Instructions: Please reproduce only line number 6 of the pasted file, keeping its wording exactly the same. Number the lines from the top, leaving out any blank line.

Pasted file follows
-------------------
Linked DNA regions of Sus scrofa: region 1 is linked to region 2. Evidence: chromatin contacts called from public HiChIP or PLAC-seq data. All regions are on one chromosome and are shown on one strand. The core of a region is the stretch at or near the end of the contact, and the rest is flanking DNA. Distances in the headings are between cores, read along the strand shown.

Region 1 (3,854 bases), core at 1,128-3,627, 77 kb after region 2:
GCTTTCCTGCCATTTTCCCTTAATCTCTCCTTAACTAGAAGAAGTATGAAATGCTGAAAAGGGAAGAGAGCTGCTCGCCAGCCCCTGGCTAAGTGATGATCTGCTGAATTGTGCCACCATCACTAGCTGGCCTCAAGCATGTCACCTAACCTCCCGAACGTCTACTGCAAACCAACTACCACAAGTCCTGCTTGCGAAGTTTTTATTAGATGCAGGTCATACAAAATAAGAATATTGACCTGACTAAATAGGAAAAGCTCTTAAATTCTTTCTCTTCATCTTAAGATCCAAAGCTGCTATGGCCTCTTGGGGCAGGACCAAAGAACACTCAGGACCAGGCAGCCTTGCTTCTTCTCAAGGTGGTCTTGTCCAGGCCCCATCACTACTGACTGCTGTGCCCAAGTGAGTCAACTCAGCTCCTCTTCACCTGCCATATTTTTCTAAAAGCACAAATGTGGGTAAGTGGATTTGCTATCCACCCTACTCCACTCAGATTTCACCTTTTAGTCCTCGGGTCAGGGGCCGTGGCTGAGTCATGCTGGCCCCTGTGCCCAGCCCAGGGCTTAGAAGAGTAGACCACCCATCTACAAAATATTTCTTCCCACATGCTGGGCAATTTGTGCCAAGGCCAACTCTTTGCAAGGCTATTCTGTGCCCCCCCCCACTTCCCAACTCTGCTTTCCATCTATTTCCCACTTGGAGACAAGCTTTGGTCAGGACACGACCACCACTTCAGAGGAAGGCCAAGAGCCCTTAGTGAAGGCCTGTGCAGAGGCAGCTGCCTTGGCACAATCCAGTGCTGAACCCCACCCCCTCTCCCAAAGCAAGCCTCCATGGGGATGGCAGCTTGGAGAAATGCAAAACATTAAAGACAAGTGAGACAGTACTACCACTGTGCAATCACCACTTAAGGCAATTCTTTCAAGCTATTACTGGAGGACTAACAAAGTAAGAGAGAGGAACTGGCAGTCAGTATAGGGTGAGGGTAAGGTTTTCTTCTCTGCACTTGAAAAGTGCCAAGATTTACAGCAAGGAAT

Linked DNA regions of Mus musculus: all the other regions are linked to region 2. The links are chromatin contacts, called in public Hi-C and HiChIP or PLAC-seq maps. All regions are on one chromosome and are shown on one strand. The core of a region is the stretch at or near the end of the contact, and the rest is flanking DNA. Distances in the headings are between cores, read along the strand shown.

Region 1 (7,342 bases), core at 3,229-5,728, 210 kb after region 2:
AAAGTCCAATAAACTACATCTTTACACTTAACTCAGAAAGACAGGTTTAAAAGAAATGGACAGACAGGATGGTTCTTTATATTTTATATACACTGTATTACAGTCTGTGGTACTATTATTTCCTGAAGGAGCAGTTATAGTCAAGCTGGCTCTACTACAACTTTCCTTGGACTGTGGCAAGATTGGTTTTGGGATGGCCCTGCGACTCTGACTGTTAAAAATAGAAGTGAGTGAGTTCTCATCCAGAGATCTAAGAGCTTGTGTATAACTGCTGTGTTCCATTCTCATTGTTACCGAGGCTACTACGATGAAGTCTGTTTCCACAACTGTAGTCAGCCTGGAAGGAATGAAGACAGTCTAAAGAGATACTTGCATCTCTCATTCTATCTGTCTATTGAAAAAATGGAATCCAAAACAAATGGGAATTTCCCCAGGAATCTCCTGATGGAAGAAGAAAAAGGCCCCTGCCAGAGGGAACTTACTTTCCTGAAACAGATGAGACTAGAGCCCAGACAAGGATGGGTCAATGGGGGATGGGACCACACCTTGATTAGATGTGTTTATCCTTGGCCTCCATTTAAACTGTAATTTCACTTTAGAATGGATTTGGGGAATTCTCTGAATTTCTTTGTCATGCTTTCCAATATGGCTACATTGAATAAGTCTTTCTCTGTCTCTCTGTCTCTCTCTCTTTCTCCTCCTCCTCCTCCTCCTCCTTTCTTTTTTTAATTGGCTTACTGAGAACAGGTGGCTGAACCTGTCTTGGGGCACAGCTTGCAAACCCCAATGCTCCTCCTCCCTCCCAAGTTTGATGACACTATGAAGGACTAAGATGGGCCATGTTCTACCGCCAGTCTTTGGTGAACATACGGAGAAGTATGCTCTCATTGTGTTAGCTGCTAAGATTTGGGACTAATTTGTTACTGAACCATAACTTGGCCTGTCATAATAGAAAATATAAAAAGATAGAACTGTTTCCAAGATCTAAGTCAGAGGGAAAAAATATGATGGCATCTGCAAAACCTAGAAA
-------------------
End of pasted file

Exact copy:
AAAGTCCAATAAACTACATCTTTACACTTAACTCAGAAAGACAGGTTTAAAAGAAATGGACAGACAGGATGGTTCTTTATATTTTATATACACTGTATTACAGTCTGTGGTACTATTATTTCCTGAAGGAGCAGTTATAGTCAAGCTGGCTCTACTACAACTTTCCTTGGACTGTGGCAAGATTGGTTTTGGGATGGCCCTGCGACTCTGACTGTTAAAAATAGAAGTGAGTGAGTTCTCATCCAGAGATCTAAGAGCTTGTGTATAACTGCTGTGTTCCATTCTCATTGTTACCGAGGCTACTACGATGAAGTCTGTTTCCACAACTGTAGTCAGCCTGGAAGGAATGAAGACAGTCTAAAGAGATACTTGCATCTCTCATTCTATCTGTCTATTGAAAAAATGGAATCCAAAACAAATGGGAATTTCCCCAGGAATCTCCTGATGGAAGAAGAAAAAGGCCCCTGCCAGAGGGAACTTACTTTCCTGAAACAGATGAGACTAGAGCCCAGACAAGGATGGGTCAATGGGGGATGGGACCACACCTTGATTAGATGTGTTTATCCTTGGCCTCCATTTAAACTGTAATTTCACTTTAGAATGGATTTGGGGAATTCTCTGAATTTCTTTGTCATGCTTTCCAATATGGCTACATTGAATAAGTCTTTCTCTGTCTCTCTGTCTCTCTCTCTTTCTCCTCCTCCTCCTCCTCCTCCTTTCTTTTTTTAATTGGCTTACTGAGAACAGGTGGCTGAACCTGTCTTGGGGCACAGCTTGCAAACCCCAATGCTCCTCCTCCCTCCCAAGTTTGATGACACTATGAAGGACTAAGATGGGCCATGTTCTACCGCCAGTCTTTGGTGAACATACGGAGAAGTATGCTCTCATTGTGTTAGCTGCTAAGATTTGGGACTAATTTGTTACTGAACCATAACTTGGCCTGTCATAATAGAAAATATAAAAAGATAGAACTGTTTCCAAGATCTAAGTCAGAGGGAAAAAATATGATGGCATCTGCAAAACCTAGAAA